Energy subsidies are one of the means the Ukrainian government has consistently used to keep its poorest citizens afloat, allowing Ukrainians to heat their homes and businesses that depend on cheap energy to keep offering jobs. Eliminating them could cause energy prices to rise by up to 425 percent. This rise in prices, combined with pension cuts, could push Ukraine’s already suffering economy over the edge and incite new outbreaks of civil unrest.

3. Rebuilding Relations with Russia

Poroshenko must balance his desire to reunify the country and check the separatists with the necessity of normalizing relations with Russia, its powerful neighbor to the west. Both Kyiv and Moscow have expressed willingness to reopen communication. “We shouldn’t miss the chance that we have now to establish an equal dialogue of mutual respect considering the vote that has taken place, the results of which Russia is ready to respect,” stated Russia’s foreign minister, Sergei Lavrov, on Monday. Poroshenko has also emphasized the importance of reestablishing relations with Russia, who he called a valuable partner.

Unfortunately, neither side seems as willing to abandon force in favor of dialogue as they profess. Russia has stepped up its military presence along Ukraine’s Eastern border and sent planes into Ukrainian airspace earlier this week. Poroshenko in seeming retaliation called on the U.S. to increase sanctions against Russia and give Ukraine direct military aid in what he described as “a new security treaty exactly like Lend-Lease” of the Second World War, in order to “build up Ukraine’s armed forces.”

4. Achieving political unity and legitimacy

“You can consider it a referendum. Ninety-six per cent of Ukrainians voted for the unity of the country… So the President has a unique chance to unite the country and has a level of support which he never had before,” said Poroshenko in his first interview after being elected. While Poroshenko came in with a strong 54 percent of the vote, this figure can be deceptive: turnout was less than 10 percent in the rebel strongholds of Donetsk and Luhansk, and below 45 percent in most other provinces.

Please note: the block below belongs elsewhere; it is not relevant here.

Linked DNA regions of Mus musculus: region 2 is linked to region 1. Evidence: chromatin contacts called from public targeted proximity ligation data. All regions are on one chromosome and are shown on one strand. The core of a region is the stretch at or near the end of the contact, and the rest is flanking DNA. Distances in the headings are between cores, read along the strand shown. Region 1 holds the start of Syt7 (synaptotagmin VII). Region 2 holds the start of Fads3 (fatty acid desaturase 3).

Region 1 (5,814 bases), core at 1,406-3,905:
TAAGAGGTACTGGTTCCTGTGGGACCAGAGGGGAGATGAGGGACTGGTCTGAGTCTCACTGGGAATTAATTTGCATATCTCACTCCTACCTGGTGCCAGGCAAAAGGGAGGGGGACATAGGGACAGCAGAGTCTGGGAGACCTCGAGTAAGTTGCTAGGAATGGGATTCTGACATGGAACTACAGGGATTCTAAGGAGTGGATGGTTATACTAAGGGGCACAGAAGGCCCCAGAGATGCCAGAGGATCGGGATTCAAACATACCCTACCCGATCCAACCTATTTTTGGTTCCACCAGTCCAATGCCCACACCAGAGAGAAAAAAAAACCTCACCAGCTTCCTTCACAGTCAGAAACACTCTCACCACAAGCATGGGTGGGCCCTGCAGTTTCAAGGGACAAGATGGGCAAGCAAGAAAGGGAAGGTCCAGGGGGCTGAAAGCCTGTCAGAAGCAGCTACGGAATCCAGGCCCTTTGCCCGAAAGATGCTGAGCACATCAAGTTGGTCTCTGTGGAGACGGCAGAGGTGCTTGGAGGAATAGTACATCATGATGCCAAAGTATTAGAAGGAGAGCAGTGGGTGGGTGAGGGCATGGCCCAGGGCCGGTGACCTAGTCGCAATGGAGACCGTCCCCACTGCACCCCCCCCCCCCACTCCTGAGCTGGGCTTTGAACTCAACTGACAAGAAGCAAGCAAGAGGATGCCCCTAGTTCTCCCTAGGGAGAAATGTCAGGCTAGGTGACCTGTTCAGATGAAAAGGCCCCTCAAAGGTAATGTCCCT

Additionally, despite Poroshenko’s belief that the current “parliament is not representing anybody,” he still must work with the loose governing coalition in power and convince members to pass unpopular austerity measures, reform the constitution, and dissolve itself before the next elections. Last Sunday’s vote may signal a wave of popular support for Ukraine’s new president, but his ability to bring together different factions with competing demands under a united Ukraine will prove his real testing ground.

For the time being, Poroshenko will likely be buoyed by the tide of popular support that put him into office. However, if the new president proves unable to simultaneously end armed conflict in the east and mend fractured relations with Russia, while also uniting a divided parliament and passing unpopular austerity measures, the honeymoon could end quickly. This in turn could see Ukraine’s political crisis extend past the nearly six months that it has already lasted.

Will Freeman is an intern with Think Progress